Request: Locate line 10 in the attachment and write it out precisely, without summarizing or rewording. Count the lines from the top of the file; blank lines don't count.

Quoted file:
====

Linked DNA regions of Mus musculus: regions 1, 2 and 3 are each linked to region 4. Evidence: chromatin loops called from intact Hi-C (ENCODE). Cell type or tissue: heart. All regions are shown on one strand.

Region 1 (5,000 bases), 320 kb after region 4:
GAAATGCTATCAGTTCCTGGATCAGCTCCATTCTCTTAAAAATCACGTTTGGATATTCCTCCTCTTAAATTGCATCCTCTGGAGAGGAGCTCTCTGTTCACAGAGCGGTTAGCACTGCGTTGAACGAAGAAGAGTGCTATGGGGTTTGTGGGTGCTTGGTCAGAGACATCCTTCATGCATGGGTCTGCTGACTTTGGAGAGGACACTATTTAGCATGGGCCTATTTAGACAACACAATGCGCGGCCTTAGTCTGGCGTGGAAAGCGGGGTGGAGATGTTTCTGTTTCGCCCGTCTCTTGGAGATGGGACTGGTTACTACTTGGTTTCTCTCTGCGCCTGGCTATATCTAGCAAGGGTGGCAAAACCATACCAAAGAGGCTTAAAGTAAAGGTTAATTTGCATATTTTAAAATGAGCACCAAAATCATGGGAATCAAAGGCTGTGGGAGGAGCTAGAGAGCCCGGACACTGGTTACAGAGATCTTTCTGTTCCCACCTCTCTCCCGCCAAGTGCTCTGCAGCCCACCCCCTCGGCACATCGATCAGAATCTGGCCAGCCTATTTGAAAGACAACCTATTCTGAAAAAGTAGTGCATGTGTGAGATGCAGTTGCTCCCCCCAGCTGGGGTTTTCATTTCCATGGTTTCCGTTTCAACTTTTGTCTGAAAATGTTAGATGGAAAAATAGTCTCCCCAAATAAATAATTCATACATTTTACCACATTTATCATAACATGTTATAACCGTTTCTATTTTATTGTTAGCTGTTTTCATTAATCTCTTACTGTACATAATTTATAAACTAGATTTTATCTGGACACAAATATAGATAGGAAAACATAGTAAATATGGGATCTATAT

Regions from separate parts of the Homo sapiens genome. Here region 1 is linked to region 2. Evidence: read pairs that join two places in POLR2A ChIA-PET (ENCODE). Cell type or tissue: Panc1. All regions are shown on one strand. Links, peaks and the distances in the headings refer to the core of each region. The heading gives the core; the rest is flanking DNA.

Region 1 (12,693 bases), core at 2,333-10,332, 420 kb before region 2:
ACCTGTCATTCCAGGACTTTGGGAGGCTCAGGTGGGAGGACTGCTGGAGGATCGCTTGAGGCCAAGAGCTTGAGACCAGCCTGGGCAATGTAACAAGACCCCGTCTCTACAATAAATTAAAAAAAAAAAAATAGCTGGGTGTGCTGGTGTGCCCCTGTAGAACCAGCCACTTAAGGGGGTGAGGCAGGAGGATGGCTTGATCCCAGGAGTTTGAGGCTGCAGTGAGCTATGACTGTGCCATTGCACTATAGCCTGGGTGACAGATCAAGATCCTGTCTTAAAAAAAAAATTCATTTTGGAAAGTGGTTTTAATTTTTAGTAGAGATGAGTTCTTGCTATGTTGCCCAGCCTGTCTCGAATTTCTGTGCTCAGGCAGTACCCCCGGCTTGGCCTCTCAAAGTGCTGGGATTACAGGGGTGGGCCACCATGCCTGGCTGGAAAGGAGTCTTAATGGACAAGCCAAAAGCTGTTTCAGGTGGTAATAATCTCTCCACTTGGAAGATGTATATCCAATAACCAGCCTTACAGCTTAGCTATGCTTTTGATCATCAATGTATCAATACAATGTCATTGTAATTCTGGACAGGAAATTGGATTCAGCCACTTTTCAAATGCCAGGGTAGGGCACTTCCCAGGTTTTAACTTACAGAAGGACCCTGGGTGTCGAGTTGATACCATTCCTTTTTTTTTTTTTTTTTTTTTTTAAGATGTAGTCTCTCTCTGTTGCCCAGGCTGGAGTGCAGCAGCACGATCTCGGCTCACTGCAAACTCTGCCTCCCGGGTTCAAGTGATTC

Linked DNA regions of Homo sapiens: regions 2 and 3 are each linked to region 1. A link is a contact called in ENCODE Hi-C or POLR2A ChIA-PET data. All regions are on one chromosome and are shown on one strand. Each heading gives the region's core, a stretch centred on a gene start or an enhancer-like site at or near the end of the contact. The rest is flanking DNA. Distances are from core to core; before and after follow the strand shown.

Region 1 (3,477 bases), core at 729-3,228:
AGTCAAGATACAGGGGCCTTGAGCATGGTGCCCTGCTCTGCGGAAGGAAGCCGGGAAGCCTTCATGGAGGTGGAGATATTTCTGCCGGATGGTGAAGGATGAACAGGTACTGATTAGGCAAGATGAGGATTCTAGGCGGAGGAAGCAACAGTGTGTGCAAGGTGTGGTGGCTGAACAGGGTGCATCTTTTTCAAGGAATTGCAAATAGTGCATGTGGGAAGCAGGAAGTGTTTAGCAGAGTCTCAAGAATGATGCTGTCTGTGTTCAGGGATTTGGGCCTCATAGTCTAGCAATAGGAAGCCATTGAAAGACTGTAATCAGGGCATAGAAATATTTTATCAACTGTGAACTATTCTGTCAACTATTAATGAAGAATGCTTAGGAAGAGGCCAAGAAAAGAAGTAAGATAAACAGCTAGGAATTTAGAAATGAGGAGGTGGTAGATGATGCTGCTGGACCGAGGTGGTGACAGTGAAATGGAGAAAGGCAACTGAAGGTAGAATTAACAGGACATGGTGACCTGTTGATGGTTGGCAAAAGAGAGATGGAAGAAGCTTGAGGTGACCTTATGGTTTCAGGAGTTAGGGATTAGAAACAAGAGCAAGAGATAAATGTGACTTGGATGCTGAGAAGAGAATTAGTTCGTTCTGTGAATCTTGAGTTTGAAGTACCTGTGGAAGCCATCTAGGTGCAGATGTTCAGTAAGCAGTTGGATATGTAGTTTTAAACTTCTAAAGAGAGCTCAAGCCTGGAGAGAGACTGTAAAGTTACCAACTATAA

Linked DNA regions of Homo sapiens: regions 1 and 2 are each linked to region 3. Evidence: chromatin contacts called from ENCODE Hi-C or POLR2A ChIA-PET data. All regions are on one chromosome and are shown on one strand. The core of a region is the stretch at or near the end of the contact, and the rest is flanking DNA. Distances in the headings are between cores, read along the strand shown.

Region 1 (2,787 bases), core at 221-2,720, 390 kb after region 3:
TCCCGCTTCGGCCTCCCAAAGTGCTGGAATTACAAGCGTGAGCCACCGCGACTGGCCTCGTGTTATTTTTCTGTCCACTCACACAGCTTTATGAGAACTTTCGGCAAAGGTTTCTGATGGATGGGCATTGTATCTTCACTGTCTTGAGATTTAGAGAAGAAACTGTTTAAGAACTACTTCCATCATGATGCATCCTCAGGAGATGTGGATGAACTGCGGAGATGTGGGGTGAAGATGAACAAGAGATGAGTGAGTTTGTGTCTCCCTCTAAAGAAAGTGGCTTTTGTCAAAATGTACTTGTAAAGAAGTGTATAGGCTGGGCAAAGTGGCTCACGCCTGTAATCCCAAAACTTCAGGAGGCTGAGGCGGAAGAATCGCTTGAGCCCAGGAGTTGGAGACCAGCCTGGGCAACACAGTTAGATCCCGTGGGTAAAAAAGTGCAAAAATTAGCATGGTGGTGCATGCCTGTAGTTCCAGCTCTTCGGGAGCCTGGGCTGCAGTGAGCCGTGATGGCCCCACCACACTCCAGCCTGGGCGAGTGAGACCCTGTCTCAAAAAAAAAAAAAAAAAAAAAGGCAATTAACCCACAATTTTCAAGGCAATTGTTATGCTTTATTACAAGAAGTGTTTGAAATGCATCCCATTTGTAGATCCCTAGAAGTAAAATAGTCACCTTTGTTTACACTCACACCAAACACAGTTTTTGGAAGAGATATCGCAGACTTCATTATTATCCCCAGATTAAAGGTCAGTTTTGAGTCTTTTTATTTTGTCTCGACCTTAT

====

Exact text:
Linked DNA regions of Homo sapiens: regions 1 and 2 are each linked to region 3. Evidence: chromatin contacts called from ENCODE Hi-C or POLR2A ChIA-PET data. All regions are on one chromosome and are shown on one strand. The core of a region is the stretch at or near the end of the contact, and the rest is flanking DNA. Distances in the headings are between cores, read along the strand shown.